dose than normal, you might actually find that you can stay in a place where you can notice your body
differently. Our emotions are a big part of our physical experience. Our emotions are a big part of telling
us how safe we are, telling us what we can relate to with each other, telling us who and how we can
relate, and telling us how we can have a relationship with ourselves, which many people who've been
traumatized, that's the thing they lack most is a relationship with their own self. Does that explain
enough? Maybe that's a good jumping off point.
Gita Vaid (00:19:12):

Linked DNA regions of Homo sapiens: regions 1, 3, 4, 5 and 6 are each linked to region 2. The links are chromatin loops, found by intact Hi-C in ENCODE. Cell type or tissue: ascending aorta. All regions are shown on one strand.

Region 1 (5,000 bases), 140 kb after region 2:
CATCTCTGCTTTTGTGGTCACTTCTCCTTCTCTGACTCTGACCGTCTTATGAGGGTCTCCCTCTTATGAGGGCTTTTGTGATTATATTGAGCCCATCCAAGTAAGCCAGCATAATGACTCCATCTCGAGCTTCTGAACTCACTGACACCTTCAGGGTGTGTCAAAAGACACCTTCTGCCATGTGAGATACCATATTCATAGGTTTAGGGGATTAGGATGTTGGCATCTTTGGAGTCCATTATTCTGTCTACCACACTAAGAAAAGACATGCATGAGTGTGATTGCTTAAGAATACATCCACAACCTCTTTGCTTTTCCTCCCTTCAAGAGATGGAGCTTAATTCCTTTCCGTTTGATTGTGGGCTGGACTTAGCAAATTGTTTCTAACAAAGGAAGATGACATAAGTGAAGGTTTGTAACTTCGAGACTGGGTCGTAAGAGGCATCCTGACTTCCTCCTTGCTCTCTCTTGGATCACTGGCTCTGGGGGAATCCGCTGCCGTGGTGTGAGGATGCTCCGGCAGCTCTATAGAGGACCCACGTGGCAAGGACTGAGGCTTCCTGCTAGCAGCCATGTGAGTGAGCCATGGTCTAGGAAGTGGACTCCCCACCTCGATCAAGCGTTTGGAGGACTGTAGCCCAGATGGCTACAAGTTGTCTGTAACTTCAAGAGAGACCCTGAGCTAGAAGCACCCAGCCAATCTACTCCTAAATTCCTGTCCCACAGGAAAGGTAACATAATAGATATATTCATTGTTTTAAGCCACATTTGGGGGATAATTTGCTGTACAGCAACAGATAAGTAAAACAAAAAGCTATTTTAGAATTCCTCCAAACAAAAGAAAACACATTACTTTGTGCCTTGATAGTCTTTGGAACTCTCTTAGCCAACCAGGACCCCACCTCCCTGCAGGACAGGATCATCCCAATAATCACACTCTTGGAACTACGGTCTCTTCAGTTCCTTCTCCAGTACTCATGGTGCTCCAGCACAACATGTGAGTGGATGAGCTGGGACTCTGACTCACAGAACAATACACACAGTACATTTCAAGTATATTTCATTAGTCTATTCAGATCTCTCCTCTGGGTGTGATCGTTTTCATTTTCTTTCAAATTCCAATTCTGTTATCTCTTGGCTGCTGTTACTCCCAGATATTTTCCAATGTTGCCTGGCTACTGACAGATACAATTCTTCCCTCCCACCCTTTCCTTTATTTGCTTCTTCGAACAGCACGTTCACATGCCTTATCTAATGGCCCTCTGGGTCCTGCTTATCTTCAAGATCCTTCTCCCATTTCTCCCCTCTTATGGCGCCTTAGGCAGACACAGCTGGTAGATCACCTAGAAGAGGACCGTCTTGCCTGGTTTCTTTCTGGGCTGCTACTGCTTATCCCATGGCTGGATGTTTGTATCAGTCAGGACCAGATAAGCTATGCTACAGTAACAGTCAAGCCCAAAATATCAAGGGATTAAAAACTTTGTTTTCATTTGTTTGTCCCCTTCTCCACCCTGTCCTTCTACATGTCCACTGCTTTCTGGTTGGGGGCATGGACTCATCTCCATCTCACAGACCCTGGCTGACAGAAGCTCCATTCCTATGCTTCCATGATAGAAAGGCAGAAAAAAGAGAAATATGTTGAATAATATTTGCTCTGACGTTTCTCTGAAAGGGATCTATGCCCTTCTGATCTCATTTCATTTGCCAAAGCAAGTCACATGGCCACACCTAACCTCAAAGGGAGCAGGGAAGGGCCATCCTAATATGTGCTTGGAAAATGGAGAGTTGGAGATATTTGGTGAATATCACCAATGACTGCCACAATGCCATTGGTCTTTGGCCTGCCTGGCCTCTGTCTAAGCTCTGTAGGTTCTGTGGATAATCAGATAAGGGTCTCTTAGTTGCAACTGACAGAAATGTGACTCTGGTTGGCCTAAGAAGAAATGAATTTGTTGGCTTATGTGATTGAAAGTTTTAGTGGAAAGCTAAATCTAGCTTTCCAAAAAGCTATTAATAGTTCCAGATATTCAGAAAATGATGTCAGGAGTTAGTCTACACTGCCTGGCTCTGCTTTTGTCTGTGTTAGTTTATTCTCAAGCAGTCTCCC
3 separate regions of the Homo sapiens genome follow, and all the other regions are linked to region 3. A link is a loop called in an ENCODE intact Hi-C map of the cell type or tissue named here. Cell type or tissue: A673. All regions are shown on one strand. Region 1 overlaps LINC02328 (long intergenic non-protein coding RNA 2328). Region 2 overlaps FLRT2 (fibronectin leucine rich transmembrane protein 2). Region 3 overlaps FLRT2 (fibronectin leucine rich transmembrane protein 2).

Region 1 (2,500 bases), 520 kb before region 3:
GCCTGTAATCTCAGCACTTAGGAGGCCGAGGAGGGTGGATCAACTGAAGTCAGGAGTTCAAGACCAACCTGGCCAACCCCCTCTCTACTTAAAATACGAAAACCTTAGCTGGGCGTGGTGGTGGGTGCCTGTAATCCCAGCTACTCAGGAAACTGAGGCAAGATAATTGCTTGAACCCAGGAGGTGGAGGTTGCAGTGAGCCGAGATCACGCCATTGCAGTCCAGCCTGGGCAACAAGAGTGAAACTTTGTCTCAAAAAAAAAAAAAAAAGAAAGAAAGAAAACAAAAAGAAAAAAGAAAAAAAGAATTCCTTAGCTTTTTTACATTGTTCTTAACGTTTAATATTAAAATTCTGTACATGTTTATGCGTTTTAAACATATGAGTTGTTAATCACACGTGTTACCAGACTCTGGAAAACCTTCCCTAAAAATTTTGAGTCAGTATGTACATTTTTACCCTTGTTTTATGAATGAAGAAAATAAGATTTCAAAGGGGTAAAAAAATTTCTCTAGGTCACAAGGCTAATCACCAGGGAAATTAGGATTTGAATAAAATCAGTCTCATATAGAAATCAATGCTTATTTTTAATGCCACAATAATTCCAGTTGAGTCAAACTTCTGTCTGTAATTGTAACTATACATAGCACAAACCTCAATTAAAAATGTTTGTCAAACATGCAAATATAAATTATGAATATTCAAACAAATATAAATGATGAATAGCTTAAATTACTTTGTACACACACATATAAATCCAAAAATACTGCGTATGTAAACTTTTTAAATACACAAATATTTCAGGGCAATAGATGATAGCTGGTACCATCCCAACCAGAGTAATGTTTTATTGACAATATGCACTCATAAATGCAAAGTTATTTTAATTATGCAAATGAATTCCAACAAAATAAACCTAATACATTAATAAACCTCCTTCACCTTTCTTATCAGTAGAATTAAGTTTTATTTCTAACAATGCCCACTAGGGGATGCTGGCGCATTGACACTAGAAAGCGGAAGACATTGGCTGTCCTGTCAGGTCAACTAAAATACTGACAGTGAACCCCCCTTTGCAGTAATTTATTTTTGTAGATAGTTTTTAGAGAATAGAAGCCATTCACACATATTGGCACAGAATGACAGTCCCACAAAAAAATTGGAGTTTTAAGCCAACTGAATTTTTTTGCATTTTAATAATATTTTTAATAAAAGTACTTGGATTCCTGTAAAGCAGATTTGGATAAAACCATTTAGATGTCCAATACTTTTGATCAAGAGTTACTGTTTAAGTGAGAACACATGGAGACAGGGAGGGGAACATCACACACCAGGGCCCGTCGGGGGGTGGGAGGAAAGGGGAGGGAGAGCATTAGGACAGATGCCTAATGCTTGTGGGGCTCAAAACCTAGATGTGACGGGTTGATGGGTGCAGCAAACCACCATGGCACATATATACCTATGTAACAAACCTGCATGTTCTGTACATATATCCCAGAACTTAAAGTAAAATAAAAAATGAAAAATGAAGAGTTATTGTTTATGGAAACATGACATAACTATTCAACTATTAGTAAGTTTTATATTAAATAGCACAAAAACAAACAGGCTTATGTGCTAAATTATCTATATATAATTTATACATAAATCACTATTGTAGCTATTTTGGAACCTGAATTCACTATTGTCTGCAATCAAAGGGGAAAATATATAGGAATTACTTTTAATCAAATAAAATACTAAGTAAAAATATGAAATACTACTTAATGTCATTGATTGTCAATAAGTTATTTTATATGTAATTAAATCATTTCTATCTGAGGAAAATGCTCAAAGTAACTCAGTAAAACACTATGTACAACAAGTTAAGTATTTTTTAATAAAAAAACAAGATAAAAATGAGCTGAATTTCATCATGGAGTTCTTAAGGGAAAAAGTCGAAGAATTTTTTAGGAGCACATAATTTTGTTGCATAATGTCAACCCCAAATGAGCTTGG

I think you explained beautifully, and I think that you capture twofold how you'll develop really a
person's interest in developing a vocabulary with being able to access themselves and tools with which
to listen to themselves. Actually, the beginning training when Licia does this work, sometimes it's the
most challenging and the most growthful aspect of the whole training, which actually sets people up to
have really ways of accessing this state and navigating the experience.
The other thing you touch on so beautifully with ketamine, and I think this is one of the things that I
really value about ketamine, which is unique to it, is that it really allows people to drop into, at the right
doses, into almost a place of safety in the mind, in the body, in the nervous system. So you actually can
almost, to me, I've had people say it's dissociative, but I almost feel it allows you to distill out the
different components so you can have an awareness and can watch the chatter of your mind. You can